Students in Erin Trask’s kindergarten class showing their excitement while learning to read, on Jan. 16. (Photo: Norman Galimski/The Northern View)

Students in Erin Trask’s kindergarten class showing their excitement while learning to read, on Jan. 16. (Photo: Norman Galimski/The Northern View)

Prince Rupert teacher turns the page on literacy

New approaches to learning are celebrated during Literacy Week

Prince Rupert schoolteacher, Erin Trask, is changing how the next generation learns to read. New ways of recognizing the importance of literacy are being celebrated by schools, libraries and communities during Family Literacy Week from Jan. 23 to 30.

The theme for 2022’s Literacy Week is “Let’s Connect! Care. Play. Listen.” with literacy day being recognized on Jan. 27.

For the past four years, through her own research and collaboration, Trask has been developing a new reading program, alongside the current one in use, collaboration with the school district.

If children get the right instruction between kindergarten and grade two, they have a much higher likelihood of becoming strong leaders in the future, she said.

“Literacy is a social justice issue. If you cant read or if you have low literacy skills, it affects every aspect of your life,” Trask, a kindergarten teacher at Lax Kxeen Elementary School, told The Northern View.

For the young students in Trask’s classroom, play is one of the keys to learning success.

Teaching instructions are clear and there is a scope and sequence to the way kids follow the program. Children focus on groups of sounds rather than learning the alphabet in its traditional order, A to Z.

“We don’t do worksheets. Everything is game-based,” she said. “They’re little and you want to hook them in and you want it to be fun,” she said.

Her curriculum follows a group of sounds such as S, A, T, P, I and N, which yield over 20 two-sound and three-sound words. In this way, students can learn more words and how to spell them even before learning the whole alphabet, Trask said. The 26 letters in the English alphabet spell 44 sounds, which are not all learned at a Kindergarten level.

Another method used to teach her students is the embedded picture mnemonic alphabet. This technique uses pictures of the letters of the alphabet shaped as objects that begin with the corresponding sound, such as the letter A formed like an apple.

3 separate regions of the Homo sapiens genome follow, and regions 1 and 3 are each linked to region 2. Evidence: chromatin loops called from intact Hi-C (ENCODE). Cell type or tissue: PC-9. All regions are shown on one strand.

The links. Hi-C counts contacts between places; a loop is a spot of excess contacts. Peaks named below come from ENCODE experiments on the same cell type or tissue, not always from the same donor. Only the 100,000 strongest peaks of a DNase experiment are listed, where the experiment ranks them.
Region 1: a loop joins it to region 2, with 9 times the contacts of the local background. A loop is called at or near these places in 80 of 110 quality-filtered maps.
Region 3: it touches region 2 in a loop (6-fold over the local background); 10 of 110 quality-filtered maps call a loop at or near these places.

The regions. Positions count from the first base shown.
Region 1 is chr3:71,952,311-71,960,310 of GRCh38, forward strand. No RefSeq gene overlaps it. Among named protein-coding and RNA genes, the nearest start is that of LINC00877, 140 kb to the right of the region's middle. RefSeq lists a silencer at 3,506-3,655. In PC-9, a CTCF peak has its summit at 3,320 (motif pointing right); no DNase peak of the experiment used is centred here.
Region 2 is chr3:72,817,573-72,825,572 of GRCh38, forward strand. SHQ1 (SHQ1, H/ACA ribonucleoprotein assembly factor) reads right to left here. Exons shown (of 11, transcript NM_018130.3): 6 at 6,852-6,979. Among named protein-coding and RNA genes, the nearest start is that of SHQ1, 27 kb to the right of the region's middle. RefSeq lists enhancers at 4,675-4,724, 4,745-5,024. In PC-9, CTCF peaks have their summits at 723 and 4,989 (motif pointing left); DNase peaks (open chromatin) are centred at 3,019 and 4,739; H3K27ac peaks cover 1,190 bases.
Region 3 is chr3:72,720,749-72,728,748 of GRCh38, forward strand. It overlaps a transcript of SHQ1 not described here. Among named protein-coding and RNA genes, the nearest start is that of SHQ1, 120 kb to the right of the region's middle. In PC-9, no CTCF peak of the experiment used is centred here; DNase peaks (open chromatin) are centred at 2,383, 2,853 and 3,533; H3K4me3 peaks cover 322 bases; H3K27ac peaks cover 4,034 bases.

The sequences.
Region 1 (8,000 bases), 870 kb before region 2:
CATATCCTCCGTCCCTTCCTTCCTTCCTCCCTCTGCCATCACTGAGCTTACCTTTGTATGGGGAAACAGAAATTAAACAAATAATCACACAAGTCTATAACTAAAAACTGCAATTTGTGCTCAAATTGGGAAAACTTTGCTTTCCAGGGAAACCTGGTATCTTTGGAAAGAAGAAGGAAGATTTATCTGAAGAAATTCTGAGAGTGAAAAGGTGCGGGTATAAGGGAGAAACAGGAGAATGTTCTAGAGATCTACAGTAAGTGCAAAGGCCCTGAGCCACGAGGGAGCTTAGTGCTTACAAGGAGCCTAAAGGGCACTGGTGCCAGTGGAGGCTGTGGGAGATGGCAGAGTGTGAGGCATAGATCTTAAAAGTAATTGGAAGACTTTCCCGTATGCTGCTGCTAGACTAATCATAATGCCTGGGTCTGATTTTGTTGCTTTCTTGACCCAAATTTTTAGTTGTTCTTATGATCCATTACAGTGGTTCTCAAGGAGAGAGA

“My thinking now is that it can be fun and game-based, but it can be it can also be really explicit and systematic to ensure the kids are building the skills in a way that’s a lot more fun,” Trask said.

Though it’s been years in the making, Trask said she is continually working to improve the way she can best teach her alumni and is always fine-tuning to do the best job that she can.

“I take my job as a kindergarten teacher, but also as a reading teacher, really seriously. I feel like if I don’t get these kids on the way up the ladder to be proficient readers [then] I’m not doing my job,” she said.

READ MORE: New requirements for proof of vaccination shifts blame to teachers in Prince Rupert — Bureau

READ MORE: Prince Rupert SD 52 trustees at odds over selected Indigenous seat


Norman Galimski | Journalist
Send Norman email
Like the The Northern View on Facebook
Follow us on Twitter

literarySd52

 

Staff and students in Erin Trask’s kindergarten class at Lax Kxeen learn new literacy techniques to improve their skills on Jan. 26. (Photo: Norman Galimski/The Northern View)

Staff and students in Erin Trask’s kindergarten class at Lax Kxeen learn new literacy techniques to improve their skills on Jan. 26. (Photo: Norman Galimski/The Northern View)